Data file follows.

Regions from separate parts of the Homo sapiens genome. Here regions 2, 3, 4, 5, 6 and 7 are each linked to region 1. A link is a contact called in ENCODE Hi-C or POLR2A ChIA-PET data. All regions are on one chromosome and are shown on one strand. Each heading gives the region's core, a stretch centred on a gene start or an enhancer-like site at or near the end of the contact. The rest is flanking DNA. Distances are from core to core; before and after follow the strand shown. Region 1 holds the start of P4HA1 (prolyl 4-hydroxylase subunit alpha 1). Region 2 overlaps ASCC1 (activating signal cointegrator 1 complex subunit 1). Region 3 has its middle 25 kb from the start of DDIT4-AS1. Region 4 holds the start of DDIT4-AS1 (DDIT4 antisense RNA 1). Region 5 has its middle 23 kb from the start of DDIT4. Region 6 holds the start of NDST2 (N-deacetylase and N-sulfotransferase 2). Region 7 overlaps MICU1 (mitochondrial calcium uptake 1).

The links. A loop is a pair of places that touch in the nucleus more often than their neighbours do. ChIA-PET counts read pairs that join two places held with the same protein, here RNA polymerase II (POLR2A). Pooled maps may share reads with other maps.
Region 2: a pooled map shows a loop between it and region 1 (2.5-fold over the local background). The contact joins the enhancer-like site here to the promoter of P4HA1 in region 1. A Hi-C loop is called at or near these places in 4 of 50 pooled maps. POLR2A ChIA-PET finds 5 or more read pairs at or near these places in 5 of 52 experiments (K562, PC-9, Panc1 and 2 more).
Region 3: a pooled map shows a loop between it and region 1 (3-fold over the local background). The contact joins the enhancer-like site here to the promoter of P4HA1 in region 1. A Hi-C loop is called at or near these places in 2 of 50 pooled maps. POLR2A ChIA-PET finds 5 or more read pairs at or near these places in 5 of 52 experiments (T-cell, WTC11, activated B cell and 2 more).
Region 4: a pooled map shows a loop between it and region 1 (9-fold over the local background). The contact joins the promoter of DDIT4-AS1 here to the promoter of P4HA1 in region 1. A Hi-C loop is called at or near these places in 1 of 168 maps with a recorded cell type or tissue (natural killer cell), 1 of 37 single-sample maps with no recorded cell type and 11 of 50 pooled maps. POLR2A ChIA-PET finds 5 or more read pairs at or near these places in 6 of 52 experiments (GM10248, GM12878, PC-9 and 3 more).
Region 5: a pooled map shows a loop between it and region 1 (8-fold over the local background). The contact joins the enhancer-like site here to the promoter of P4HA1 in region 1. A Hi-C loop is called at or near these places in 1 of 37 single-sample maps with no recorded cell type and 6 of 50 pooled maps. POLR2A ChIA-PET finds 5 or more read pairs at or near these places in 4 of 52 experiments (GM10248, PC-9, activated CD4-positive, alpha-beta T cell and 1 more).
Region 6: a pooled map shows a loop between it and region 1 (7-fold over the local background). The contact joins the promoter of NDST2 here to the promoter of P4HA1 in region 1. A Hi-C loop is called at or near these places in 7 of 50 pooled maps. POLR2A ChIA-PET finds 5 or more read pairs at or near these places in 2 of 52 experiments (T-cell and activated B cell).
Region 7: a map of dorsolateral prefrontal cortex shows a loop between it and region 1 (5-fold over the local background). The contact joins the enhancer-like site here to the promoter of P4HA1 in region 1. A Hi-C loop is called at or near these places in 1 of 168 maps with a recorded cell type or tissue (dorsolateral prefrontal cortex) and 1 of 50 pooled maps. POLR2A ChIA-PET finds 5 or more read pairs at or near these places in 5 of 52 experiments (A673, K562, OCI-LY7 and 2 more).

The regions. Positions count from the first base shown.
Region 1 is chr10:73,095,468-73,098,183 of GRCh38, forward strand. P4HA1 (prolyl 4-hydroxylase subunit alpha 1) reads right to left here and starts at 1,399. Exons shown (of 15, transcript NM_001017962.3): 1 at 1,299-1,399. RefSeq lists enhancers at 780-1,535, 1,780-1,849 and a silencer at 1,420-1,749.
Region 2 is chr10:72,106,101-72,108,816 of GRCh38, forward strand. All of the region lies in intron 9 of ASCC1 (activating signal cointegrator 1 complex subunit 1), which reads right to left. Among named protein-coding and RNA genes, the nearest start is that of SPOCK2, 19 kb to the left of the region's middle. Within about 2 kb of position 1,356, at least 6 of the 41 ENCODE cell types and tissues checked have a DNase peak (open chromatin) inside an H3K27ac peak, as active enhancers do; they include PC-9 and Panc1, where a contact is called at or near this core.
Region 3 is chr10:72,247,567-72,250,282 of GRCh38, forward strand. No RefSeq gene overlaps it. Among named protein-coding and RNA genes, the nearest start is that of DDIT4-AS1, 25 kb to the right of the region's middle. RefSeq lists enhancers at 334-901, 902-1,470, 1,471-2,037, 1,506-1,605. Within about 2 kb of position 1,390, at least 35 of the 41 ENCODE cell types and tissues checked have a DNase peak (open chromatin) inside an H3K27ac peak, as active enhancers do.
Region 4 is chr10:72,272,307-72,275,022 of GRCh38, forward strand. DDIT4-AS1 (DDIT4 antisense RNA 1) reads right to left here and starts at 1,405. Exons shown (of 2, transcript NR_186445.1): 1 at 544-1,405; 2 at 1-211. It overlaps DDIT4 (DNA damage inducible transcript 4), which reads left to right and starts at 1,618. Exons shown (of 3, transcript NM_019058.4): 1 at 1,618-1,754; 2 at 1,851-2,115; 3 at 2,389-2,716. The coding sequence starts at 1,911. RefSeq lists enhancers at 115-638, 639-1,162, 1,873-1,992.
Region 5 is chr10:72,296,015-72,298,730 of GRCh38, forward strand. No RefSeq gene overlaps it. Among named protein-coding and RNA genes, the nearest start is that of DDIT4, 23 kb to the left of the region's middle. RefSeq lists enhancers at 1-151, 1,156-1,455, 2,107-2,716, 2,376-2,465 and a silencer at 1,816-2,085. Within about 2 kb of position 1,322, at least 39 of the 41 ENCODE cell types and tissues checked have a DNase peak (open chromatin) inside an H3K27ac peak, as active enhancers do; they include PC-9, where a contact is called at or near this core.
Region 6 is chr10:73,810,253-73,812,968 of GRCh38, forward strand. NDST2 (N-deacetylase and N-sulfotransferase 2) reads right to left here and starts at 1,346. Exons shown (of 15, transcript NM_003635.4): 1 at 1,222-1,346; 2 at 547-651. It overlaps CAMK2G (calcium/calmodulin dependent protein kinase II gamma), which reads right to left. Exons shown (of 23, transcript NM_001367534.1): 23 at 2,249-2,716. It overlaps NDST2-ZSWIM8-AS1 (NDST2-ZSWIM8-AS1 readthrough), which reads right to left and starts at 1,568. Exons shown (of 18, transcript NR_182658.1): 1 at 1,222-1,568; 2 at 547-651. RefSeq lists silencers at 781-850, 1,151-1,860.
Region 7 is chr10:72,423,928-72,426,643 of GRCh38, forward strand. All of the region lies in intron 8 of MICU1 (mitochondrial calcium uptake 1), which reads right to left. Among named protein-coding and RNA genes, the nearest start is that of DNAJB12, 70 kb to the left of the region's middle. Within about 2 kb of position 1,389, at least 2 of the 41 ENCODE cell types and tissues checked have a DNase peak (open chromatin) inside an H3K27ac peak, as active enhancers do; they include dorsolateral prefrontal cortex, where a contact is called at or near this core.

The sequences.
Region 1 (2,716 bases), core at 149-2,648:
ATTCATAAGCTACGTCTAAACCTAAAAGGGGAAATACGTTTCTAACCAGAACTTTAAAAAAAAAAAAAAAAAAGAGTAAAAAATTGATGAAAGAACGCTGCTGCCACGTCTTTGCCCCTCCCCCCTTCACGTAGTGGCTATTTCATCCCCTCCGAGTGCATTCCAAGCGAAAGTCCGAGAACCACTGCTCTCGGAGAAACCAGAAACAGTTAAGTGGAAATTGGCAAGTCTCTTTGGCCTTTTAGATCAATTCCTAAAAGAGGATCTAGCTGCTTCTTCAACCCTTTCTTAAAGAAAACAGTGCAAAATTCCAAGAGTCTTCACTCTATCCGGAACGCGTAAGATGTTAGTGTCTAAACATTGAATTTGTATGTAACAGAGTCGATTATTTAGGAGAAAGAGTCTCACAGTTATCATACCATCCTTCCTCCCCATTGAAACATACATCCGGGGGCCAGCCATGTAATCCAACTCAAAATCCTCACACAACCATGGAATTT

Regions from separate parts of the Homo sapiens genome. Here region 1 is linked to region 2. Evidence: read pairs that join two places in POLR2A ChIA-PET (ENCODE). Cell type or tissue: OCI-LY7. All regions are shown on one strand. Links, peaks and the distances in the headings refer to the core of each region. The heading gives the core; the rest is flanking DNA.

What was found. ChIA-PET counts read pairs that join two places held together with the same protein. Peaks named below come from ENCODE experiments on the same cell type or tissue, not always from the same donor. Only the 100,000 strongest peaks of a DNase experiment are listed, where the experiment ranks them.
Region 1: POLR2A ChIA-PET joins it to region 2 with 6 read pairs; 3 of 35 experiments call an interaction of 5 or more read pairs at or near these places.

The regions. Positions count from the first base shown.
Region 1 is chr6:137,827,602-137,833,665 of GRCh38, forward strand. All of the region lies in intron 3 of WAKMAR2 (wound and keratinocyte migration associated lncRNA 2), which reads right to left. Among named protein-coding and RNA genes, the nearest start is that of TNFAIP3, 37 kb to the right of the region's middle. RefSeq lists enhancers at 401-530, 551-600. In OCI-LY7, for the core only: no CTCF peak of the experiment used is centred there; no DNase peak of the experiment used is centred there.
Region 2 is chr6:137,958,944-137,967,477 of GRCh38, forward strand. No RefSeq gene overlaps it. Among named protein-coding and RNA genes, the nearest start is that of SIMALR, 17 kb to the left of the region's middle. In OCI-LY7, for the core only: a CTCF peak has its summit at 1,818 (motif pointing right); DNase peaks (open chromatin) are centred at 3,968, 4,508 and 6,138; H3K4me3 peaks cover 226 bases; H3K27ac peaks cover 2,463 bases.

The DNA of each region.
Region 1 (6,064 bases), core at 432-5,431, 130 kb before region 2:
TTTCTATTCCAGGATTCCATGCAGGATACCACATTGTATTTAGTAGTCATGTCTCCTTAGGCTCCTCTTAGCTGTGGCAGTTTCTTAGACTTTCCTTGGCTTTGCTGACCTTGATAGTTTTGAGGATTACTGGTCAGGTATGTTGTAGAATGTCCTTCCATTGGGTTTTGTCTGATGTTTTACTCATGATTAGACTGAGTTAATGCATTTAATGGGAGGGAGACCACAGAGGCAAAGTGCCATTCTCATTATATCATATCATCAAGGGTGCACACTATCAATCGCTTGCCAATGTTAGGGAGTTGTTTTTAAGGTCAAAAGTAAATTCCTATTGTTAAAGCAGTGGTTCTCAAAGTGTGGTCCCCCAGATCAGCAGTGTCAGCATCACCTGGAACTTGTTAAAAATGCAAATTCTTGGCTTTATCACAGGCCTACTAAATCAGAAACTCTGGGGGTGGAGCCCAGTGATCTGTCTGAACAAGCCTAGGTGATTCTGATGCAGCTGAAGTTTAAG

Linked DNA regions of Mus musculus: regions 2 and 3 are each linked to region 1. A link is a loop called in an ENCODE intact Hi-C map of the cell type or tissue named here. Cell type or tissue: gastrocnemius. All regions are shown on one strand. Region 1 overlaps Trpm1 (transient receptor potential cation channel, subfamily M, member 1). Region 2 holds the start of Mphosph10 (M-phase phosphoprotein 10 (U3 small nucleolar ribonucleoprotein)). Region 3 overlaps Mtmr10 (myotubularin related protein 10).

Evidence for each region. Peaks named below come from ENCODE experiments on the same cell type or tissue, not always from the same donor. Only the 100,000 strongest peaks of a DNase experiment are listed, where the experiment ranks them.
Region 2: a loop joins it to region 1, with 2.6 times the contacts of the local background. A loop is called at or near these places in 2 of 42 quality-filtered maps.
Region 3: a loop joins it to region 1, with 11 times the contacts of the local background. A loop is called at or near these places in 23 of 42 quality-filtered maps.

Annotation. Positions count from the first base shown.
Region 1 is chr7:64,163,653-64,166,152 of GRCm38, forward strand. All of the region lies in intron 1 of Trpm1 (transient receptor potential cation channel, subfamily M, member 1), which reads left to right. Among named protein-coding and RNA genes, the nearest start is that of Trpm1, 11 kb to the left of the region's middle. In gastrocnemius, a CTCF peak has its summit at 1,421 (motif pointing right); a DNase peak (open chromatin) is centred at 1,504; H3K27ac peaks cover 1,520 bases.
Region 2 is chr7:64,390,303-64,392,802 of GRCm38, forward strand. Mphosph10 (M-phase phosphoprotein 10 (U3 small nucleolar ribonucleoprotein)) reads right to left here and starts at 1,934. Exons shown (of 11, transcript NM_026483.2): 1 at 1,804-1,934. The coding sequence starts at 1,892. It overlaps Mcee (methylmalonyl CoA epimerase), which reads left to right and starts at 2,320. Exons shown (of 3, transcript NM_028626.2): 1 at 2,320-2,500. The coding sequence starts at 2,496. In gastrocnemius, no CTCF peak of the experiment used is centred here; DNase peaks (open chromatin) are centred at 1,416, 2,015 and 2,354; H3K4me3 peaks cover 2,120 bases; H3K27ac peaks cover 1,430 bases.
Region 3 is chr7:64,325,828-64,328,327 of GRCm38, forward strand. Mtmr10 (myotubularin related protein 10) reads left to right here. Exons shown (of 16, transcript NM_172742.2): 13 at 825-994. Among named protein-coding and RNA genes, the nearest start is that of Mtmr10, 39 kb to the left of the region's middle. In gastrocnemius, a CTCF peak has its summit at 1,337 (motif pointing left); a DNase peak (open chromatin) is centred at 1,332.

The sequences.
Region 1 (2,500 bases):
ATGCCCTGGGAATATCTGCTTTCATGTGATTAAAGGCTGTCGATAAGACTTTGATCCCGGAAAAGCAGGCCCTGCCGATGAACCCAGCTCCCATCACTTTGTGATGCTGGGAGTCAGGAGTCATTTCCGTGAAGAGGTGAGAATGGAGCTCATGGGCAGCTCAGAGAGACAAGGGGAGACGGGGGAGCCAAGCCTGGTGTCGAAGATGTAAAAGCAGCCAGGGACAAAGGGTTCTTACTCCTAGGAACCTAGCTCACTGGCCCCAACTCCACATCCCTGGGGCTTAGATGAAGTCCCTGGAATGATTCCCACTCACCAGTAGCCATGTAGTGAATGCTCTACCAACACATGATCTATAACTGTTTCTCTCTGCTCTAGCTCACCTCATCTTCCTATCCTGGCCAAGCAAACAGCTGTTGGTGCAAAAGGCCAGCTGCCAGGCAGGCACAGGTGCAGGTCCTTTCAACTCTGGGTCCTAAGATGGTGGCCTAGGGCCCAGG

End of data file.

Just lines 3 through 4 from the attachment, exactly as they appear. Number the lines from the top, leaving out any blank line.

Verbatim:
Region 2: a pooled map shows a loop between it and region 1 (2.5-fold over the local background). The contact joins the enhancer-like site here to the promoter of P4HA1 in region 1. A Hi-C loop is called at or near these places in 4 of 50 pooled maps. POLR2A ChIA-PET finds 5 or more read pairs at or near these places in 5 of 52 experiments (K562, PC-9, Panc1 and 2 more).
Region 3: a pooled map shows a loop between it and region 1 (3-fold over the local background). The contact joins the enhancer-like site here to the promoter of P4HA1 in region 1. A Hi-C loop is called at or near these places in 2 of 50 pooled maps. POLR2A ChIA-PET finds 5 or more read pairs at or near these places in 5 of 52 experiments (T-cell, WTC11, activated B cell and 2 more).